7 Card Stud Rules & Strategies – Learn How to Play Seven Card Stud
Before Texas Hold’em became the biggest poker game around, 7 Card Stud was by far the most popular game in home games and casinos across America.
Seven Card Stud was never very popular in other parts of the world, simply because poker as such was not so widespread in the years when this game was at its peak.
Even today, Seven Card Stud is a game that is played a lot at the World Series of Poker (WSOP), and other major tournament stops around the world.
Whether you want to learn it as part of your mixed games efforts or as a standalone game, 7 Card Stud is certainly one of the best poker games you could learn to play to expand your repertoire and make yourself a more complete poker player.
In this guide, I am going to teach you how to play the game, its basic rules, and betting order, as well as some simple strategies you can apply at the Stud tables.
How to Play 7 Card Stud: Basic Gameplay
The first thing you will need to understand if you are transitioning from Texas Hold’em or PLO is that 7 Card Stud is a game played without any community cards.
Much like draw poker games, Seven-Card Stud is played with each player getting a completely separate poker hand to play with.
This changes things quite dramatically in terms of gameplay, as players never share any cards, which is what makes Stud a less dynamic game in some ways.
Seven Card Stud is almost always played as a limit game. This means that all betting is limited on each street by the preset small bet and big bet.
The game can be played with as few as two and as many as seven players. The eighth player can sometimes be introduced with the assumption that all players won’t go to the river in the same hand.
A hand starts with each player dealt two hole cards face down and one hole card face up, which is called the door card.
Four further cards are dealt one at a time, with the fourth, fifth, and sixth cards exposed to everyone and the final seventh card dealt face down.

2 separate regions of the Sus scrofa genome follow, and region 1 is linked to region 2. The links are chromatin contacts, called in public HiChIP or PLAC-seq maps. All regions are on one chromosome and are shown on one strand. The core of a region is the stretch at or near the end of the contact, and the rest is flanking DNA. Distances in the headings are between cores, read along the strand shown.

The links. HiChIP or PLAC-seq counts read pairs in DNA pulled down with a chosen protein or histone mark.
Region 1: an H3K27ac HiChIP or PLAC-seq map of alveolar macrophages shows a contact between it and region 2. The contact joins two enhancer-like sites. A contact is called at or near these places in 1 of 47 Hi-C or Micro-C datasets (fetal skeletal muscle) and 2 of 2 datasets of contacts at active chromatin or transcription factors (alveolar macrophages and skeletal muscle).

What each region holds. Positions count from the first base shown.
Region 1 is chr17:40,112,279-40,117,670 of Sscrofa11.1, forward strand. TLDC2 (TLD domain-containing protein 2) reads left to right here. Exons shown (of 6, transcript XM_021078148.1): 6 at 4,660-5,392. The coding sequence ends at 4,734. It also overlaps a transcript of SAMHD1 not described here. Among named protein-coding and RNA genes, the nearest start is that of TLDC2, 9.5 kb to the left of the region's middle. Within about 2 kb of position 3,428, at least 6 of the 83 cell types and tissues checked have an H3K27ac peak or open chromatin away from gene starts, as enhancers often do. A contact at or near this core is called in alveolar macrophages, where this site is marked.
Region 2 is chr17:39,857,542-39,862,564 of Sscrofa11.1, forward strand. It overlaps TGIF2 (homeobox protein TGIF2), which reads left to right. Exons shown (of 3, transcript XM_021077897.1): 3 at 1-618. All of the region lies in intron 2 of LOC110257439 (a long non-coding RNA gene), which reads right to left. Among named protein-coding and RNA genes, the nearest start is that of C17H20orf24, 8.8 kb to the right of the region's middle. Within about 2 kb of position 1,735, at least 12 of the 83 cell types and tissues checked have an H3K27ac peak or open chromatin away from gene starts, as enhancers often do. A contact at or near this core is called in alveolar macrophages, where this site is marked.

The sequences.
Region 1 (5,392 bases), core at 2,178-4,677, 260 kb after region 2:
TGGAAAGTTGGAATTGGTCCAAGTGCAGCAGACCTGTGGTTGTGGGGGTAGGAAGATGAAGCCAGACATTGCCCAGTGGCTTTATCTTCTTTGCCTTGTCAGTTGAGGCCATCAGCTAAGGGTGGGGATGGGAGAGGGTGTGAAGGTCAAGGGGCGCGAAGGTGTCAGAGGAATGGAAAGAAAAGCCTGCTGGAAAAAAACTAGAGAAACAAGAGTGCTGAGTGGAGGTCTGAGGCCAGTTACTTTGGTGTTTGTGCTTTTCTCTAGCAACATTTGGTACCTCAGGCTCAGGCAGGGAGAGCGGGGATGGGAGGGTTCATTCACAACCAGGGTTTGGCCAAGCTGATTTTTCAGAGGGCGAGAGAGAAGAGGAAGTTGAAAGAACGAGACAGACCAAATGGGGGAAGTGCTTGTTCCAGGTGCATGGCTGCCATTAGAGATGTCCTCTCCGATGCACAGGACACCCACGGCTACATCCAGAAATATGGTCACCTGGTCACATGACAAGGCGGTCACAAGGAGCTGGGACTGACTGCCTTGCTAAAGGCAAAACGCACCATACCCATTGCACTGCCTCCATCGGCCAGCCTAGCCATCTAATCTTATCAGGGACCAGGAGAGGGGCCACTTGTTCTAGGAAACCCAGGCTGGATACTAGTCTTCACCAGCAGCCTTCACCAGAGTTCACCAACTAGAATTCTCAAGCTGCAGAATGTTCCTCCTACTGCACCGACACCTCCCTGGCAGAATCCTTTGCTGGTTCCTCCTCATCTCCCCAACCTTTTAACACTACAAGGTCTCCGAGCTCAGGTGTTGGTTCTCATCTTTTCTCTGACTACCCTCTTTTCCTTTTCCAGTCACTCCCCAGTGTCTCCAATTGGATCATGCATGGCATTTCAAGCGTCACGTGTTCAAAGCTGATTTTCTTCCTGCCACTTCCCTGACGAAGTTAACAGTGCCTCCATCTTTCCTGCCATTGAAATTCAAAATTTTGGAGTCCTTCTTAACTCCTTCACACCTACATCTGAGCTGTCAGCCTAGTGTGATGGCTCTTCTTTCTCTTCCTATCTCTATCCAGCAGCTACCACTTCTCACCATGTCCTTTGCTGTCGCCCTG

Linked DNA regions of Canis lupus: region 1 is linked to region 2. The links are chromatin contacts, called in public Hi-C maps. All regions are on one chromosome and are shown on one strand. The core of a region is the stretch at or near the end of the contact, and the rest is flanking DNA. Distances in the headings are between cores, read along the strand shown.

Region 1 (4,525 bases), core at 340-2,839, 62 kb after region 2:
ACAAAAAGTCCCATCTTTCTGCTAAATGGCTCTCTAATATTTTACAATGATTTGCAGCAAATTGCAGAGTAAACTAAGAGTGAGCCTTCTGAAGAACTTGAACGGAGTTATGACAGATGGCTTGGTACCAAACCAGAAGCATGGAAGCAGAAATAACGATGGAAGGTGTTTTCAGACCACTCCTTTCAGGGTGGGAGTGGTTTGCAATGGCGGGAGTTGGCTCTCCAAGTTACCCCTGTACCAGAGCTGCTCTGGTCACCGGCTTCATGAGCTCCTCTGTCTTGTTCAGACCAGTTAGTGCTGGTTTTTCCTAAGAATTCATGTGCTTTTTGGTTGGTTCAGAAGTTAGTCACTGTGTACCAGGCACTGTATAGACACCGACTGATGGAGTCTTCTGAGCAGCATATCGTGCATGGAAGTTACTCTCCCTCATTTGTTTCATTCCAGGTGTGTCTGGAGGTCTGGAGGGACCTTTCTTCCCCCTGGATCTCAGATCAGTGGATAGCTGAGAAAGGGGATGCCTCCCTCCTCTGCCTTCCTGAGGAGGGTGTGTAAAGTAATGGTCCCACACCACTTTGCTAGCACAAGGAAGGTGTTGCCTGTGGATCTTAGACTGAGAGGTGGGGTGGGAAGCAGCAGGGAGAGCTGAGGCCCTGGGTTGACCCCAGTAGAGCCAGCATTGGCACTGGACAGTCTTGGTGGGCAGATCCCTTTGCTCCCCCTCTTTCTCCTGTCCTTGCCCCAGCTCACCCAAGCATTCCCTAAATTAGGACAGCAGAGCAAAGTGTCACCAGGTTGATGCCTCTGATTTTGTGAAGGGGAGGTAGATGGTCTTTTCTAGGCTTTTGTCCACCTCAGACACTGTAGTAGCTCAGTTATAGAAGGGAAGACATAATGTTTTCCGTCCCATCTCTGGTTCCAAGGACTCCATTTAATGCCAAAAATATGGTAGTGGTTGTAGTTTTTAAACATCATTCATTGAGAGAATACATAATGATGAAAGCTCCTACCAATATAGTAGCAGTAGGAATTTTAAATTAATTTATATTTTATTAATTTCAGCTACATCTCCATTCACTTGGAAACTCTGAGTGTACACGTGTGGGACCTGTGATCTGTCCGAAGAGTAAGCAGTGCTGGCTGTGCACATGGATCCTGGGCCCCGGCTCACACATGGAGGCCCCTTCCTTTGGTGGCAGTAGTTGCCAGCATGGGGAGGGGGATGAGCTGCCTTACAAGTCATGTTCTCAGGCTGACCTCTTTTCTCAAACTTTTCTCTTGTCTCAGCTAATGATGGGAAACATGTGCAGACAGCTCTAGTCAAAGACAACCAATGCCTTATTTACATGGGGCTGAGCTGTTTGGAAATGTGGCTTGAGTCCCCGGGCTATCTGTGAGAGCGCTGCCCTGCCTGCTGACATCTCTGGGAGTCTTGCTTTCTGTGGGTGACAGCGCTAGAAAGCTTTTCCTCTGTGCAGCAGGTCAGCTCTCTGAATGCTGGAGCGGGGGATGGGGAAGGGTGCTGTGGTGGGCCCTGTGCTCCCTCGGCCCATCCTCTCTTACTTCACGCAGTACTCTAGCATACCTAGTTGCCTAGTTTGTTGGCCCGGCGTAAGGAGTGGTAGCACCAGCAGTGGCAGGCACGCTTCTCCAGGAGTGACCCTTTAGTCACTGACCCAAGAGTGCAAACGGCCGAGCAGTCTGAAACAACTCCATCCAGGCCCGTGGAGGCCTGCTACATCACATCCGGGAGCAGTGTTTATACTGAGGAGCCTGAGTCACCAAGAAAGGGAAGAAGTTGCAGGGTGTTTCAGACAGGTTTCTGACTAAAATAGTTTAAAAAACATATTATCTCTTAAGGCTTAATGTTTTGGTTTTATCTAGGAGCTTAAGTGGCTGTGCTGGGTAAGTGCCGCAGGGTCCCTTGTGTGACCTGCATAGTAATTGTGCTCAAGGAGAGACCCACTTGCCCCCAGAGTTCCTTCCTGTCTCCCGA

However, there is a lot of stuff going on between the time the door card is dealt and the seventh street, so let’s take it one step at a time.
Betting in Seven Card Stud
Betting is much different in 7 Card Stud than it is in Texas Hold’em, and if you want to learn how to play 7 Card Stud, you will need to understand the antes and the blinds in this game.
The game is played with each player posting an “ante” and the player showing the lowest door card posting the “bring in.”
In a $10/20 game, for example, players would each post a $1 ante, while the player showing the lowest up card would post the $5 bring in.
These forced bets are put into place to drive the action and give players some incentive to enter the pot. They are all trying to win the dead money that’s already out there.
From here, the player to the left of the bring-in is first to act, and he can choose to call the $5 or complete the $10 bet.
The player posting the bring-in can also complete right away, but this is rarely done because the low up card is such a big disadvantage.
All raises from here and on are done in increments, with $10 (the small bet) being the betting limit on the third street. A maximum of four raises can be put in before the fourth street is dealt.
Once all players have acted on the third street, the fourth street is dealt out. Every player still in the hand receives another up card, and they are all given a chance to bet again.
From this point, it is the player who is showing the strongest hand who acts first on each street, which means the betting order can change from street to street.
Once all betting is done on the fourth street, the fifth street is dealt, once again face up. However, this time around, the betting limit is going up, with the big bet becoming the limit. This would be $20 in our case.
The sixth street is identical to the fifth, while the seventh street is dealt face down, now giving players a total of three down cards.
On the seventh street, commonly known as the river, the player who is showing the strongest poker hand with his four up cards will be playing first. However, this is not always the winning hand.
It is also worth noting that Seven Card Stud is often a player as a split-pot game, with the “low hand” winning half of the pot and the regular high hand winning the other half.
Starting Hand Selection in 7 Card Stud